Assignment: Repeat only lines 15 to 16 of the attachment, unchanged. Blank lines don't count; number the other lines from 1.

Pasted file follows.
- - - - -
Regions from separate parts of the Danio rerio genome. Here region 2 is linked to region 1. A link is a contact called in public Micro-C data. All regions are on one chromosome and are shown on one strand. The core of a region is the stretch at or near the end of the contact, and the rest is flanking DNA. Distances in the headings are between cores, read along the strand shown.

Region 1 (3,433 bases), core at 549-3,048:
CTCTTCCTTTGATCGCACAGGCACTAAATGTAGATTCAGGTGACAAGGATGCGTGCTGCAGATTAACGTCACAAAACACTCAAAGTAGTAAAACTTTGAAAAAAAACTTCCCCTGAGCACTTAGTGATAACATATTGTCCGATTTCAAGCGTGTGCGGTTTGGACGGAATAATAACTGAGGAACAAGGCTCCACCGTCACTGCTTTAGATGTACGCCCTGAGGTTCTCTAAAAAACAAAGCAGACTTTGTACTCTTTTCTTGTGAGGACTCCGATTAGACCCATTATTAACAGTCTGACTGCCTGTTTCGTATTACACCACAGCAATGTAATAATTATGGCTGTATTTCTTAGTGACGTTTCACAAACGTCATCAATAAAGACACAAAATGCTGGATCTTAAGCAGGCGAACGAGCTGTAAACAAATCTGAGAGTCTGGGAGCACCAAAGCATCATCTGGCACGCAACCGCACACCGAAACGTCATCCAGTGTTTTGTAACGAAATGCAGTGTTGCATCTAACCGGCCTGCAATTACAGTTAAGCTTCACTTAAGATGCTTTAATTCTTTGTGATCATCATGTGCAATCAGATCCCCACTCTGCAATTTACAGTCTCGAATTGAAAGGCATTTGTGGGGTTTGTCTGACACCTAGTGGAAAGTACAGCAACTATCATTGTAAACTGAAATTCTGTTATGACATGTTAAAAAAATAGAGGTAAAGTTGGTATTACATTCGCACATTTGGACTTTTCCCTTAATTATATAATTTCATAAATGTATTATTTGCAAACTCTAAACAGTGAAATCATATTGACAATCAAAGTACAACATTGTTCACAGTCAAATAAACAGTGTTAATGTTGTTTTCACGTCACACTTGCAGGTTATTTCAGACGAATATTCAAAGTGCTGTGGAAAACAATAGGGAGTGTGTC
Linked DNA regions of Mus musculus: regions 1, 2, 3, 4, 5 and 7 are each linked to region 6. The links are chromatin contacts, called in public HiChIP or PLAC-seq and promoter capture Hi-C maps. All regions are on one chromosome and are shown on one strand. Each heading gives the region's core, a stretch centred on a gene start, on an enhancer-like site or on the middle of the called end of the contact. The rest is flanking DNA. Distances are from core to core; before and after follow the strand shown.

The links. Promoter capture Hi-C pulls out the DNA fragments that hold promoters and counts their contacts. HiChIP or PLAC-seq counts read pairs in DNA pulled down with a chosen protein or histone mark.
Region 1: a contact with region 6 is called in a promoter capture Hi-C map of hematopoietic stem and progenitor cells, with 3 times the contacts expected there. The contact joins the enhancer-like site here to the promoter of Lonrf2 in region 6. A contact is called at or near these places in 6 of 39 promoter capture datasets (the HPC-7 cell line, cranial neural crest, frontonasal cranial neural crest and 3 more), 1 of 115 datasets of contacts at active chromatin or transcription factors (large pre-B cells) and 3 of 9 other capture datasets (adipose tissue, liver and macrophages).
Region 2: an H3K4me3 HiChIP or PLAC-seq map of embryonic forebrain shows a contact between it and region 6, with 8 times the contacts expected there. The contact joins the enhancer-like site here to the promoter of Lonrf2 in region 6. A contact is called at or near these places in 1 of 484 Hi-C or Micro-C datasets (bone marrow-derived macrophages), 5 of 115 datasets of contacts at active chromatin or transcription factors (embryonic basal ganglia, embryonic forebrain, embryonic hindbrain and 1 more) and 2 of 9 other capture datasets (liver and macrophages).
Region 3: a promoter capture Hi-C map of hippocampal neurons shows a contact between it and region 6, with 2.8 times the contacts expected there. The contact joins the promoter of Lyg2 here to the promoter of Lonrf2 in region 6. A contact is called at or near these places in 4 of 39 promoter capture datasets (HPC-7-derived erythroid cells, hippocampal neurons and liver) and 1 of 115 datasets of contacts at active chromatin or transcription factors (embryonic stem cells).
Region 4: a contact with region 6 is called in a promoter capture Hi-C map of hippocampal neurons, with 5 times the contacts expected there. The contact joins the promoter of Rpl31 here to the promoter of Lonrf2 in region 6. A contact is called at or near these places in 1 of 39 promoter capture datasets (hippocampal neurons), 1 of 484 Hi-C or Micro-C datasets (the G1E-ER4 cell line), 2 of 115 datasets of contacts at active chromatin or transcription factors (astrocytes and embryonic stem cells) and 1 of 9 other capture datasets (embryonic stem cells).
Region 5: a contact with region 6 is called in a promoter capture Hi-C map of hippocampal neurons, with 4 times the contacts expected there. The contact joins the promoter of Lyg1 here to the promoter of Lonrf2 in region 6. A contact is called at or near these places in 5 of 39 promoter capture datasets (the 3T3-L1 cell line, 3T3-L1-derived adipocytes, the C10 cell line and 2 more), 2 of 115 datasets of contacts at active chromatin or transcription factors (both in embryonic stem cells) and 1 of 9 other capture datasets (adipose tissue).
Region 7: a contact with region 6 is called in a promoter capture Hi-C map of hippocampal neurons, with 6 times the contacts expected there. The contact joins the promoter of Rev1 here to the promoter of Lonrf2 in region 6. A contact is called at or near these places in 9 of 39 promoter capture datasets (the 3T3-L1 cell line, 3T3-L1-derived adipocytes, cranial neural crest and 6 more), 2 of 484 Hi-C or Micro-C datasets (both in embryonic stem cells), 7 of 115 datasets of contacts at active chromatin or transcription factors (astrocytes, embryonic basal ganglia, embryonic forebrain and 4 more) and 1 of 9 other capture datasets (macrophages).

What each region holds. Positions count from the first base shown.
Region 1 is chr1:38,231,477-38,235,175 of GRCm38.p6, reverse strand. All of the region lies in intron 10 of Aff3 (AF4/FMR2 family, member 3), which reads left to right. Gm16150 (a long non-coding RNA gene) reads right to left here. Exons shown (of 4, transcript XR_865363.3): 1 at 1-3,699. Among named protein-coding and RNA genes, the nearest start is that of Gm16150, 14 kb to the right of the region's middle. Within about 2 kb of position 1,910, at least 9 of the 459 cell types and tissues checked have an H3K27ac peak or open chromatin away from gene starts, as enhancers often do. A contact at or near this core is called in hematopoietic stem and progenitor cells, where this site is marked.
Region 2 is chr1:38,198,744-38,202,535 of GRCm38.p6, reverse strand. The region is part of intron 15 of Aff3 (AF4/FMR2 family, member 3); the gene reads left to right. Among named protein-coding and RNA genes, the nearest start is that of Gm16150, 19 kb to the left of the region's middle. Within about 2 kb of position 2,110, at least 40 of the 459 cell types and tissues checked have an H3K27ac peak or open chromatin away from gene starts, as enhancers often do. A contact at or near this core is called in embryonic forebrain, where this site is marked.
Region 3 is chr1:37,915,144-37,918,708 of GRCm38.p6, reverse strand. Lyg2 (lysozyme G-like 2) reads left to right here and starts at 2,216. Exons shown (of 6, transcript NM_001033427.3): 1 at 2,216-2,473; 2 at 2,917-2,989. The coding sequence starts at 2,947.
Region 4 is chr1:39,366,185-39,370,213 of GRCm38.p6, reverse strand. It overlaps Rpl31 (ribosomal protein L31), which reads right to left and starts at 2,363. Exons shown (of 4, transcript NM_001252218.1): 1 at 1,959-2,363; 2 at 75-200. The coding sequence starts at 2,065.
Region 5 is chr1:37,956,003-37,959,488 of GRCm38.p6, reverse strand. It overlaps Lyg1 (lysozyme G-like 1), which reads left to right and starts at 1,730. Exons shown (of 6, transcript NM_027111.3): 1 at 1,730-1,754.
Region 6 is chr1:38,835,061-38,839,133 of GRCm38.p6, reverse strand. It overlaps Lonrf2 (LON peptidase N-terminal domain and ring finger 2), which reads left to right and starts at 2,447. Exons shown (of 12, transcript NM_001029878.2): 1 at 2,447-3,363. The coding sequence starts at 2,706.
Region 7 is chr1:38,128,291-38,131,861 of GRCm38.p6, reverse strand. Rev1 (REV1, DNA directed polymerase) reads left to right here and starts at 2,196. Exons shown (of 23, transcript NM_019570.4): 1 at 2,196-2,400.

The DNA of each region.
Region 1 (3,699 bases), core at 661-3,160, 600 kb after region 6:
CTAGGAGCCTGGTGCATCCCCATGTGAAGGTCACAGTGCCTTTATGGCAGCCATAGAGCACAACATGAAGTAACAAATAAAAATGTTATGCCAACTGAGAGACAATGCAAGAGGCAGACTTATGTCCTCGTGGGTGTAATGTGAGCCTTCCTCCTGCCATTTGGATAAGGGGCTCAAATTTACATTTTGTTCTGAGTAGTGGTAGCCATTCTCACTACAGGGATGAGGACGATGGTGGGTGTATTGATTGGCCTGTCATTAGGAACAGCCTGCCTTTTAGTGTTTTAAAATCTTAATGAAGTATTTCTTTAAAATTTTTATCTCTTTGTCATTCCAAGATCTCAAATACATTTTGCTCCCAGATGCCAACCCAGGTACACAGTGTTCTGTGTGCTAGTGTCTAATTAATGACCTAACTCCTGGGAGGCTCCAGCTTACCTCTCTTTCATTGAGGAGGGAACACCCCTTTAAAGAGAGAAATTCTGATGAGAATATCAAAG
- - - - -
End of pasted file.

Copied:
Region 3 is chr1:37,915,144-37,918,708 of GRCm38.p6, reverse strand. Lyg2 (lysozyme G-like 2) reads left to right here and starts at 2,216. Exons shown (of 6, transcript NM_001033427.3): 1 at 2,216-2,473; 2 at 2,917-2,989. The coding sequence starts at 2,947.
Region 4 is chr1:39,366,185-39,370,213 of GRCm38.p6, reverse strand. It overlaps Rpl31 (ribosomal protein L31), which reads right to left and starts at 2,363. Exons shown (of 4, transcript NM_001252218.1): 1 at 1,959-2,363; 2 at 75-200. The coding sequence starts at 2,065.